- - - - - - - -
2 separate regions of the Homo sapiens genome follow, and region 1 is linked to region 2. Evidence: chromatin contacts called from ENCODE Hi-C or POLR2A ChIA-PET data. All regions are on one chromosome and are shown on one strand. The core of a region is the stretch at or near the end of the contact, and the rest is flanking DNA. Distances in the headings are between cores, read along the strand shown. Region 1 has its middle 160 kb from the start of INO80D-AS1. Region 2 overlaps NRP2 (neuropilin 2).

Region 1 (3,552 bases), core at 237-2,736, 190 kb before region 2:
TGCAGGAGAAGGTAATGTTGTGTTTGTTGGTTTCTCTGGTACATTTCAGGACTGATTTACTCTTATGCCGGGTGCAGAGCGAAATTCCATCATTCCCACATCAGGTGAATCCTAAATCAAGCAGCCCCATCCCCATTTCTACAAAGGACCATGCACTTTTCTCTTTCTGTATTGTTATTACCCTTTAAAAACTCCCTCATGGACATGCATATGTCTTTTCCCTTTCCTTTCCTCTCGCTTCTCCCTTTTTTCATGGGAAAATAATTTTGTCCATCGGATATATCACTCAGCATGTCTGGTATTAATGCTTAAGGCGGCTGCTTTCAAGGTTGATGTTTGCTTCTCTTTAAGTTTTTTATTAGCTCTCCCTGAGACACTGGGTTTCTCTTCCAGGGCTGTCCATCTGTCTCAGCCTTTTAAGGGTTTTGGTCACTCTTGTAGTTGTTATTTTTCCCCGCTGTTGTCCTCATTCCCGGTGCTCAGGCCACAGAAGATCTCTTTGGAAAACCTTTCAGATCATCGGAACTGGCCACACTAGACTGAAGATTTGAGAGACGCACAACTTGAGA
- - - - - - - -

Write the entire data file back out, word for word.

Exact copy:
2 separate regions of the Homo sapiens genome follow, and region 1 is linked to region 2. Evidence: chromatin contacts called from ENCODE Hi-C or POLR2A ChIA-PET data. All regions are on one chromosome and are shown on one strand. The core of a region is the stretch at or near the end of the contact, and the rest is flanking DNA. Distances in the headings are between cores, read along the strand shown. Region 1 has its middle 160 kb from the start of INO80D-AS1. Region 2 overlaps NRP2 (neuropilin 2).

Region 1 (3,552 bases), core at 237-2,736, 190 kb before region 2:
TGCAGGAGAAGGTAATGTTGTGTTTGTTGGTTTCTCTGGTACATTTCAGGACTGATTTACTCTTATGCCGGGTGCAGAGCGAAATTCCATCATTCCCACATCAGGTGAATCCTAAATCAAGCAGCCCCATCCCCATTTCTACAAAGGACCATGCACTTTTCTCTTTCTGTATTGTTATTACCCTTTAAAAACTCCCTCATGGACATGCATATGTCTTTTCCCTTTCCTTTCCTCTCGCTTCTCCCTTTTTTCATGGGAAAATAATTTTGTCCATCGGATATATCACTCAGCATGTCTGGTATTAATGCTTAAGGCGGCTGCTTTCAAGGTTGATGTTTGCTTCTCTTTAAGTTTTTTATTAGCTCTCCCTGAGACACTGGGTTTCTCTTCCAGGGCTGTCCATCTGTCTCAGCCTTTTAAGGGTTTTGGTCACTCTTGTAGTTGTTATTTTTCCCCGCTGTTGTCCTCATTCCCGGTGCTCAGGCCACAGAAGATCTCTTTGGAAAACCTTTCAGATCATCGGAACTGGCCACACTAGACTGAAGATTTGAGAGACGCACAACTTGAGA